A Wrinkle in Time: Why Does Hollywood Keep Raping Christian Stories?

I guess A Wrinkle in Time can now officially be a part of the #MeToo movement of Hollywood victims.

And before you start “outraging” about the metaphor, I want to say that it actually fits perfectly. Rape is the forced penetration, and often insemination, of an unwilling person.

So too is the act of taking a Christian classic and deliberately eviscerating it of its meaning, and then inseminating it with the seed of a hostile alien worldview.

It’s an act of narrative violence.

But that’s how many secular and pagan storytellers roll. This has been a problem for a long time. In my book, Hollywood Worldviews, I list movies that were made through the years where the original stories were rooted in a Christian worldview (many of them, true stories), but were either completely secularized and shorn of their Christian elements or were so minimalized as to undermine the Christian meaning with a humanistic spin.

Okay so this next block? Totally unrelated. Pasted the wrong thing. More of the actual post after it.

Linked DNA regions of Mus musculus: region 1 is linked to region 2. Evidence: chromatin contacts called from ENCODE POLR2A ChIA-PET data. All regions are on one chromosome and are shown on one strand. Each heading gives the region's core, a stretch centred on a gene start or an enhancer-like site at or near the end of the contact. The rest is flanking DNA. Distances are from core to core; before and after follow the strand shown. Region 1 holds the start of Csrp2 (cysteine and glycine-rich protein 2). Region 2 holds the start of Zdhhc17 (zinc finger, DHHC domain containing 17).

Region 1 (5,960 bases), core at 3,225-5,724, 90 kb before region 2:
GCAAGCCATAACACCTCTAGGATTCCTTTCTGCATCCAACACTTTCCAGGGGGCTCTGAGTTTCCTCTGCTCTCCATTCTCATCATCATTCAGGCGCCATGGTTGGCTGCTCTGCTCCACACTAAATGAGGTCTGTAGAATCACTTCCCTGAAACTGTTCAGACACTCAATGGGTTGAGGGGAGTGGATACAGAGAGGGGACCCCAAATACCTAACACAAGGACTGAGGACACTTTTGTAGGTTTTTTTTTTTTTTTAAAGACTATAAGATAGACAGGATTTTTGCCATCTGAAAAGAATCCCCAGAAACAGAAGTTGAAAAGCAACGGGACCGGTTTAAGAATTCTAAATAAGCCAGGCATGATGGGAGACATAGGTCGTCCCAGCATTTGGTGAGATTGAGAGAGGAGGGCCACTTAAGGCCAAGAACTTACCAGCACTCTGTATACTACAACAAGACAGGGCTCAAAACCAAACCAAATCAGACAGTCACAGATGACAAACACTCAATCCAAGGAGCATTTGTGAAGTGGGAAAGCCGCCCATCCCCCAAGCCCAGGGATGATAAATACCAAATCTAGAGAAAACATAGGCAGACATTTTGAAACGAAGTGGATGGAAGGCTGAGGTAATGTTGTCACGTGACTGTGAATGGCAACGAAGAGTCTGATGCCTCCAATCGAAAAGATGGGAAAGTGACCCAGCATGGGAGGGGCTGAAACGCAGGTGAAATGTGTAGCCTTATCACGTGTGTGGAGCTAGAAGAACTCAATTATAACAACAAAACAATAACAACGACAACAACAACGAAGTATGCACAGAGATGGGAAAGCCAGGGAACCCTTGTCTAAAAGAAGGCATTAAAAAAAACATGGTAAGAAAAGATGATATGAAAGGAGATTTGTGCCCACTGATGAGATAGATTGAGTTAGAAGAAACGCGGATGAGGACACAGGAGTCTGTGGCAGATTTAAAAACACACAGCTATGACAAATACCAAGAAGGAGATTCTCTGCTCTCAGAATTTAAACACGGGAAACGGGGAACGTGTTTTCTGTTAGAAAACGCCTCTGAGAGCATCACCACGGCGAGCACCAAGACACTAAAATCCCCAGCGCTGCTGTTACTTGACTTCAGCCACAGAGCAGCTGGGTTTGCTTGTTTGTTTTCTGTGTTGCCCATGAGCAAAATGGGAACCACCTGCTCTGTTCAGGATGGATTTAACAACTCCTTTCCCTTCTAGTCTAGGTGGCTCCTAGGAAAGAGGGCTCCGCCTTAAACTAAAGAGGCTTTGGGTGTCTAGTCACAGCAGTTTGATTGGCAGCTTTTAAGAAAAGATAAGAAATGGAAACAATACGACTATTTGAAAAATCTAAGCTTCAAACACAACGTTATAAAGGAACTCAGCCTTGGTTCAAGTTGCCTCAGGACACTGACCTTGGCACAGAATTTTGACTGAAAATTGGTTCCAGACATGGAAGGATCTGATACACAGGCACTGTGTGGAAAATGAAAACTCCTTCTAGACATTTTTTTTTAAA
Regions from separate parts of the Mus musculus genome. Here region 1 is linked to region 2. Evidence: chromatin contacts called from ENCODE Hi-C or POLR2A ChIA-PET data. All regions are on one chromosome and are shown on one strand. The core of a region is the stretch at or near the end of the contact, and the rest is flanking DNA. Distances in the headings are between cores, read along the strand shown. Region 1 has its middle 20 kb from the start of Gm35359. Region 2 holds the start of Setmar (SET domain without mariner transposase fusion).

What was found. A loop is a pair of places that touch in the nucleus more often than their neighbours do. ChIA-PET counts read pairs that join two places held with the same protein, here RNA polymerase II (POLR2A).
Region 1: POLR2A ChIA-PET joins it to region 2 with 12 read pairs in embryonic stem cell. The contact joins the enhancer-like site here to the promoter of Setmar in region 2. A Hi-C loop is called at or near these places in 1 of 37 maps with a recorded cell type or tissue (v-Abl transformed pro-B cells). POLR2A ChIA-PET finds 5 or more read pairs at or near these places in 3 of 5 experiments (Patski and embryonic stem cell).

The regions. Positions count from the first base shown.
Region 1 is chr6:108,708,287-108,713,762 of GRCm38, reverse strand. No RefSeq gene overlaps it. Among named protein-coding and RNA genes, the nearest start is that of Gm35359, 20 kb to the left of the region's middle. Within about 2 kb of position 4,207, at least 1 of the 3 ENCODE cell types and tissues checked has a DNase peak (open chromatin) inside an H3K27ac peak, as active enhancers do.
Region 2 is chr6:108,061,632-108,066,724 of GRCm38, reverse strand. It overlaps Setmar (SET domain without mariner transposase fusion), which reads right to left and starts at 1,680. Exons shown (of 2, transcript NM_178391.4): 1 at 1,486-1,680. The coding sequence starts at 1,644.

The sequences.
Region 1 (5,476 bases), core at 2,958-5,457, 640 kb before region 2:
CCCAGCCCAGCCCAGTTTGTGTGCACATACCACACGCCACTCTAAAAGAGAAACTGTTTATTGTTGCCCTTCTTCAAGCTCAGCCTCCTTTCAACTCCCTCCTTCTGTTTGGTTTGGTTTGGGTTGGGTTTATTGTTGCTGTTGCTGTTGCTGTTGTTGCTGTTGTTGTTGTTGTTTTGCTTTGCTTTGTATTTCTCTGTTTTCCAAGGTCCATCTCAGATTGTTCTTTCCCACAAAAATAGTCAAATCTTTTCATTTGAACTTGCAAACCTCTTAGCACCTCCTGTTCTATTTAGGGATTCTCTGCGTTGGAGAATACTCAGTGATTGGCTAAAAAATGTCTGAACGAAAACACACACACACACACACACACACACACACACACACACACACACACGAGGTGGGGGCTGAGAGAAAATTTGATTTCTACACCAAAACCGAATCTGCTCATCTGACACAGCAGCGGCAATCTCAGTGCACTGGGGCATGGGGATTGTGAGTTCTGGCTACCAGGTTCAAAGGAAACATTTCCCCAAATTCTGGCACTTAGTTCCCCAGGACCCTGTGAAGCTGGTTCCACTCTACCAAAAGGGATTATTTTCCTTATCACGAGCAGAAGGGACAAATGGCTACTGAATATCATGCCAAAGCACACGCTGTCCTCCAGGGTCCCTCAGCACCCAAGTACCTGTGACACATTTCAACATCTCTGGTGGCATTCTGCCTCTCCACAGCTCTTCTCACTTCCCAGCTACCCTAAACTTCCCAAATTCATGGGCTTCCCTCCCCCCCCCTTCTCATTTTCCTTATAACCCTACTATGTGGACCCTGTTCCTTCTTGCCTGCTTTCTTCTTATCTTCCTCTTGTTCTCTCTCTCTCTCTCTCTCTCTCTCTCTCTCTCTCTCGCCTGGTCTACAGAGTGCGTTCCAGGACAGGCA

That’s called subversion. You retell your opponent’s story through your own view and thereby take control of the story. It’s one of those few things that postmodernism is correct about. If you control the narrative, you control the meaning.

Here are some movies through the years that subvert the Christian faith through suppression or elimination of it: The Pursuit of Happyness, Pocahontas, The New World, Hotel Rwanda, Becoming Jane, Anna and the King, Hard Ball, Walk the Line, Unbroken, The Vow, The Finest Hours, Hidden Figures.

And that’s not to mention movies, like Noah, Exodus: Gods and Kings, Last Days in the Desert, where atheists completely subvert Biblical stories and the Biblical God with an idol of nature or atheist demythologizing.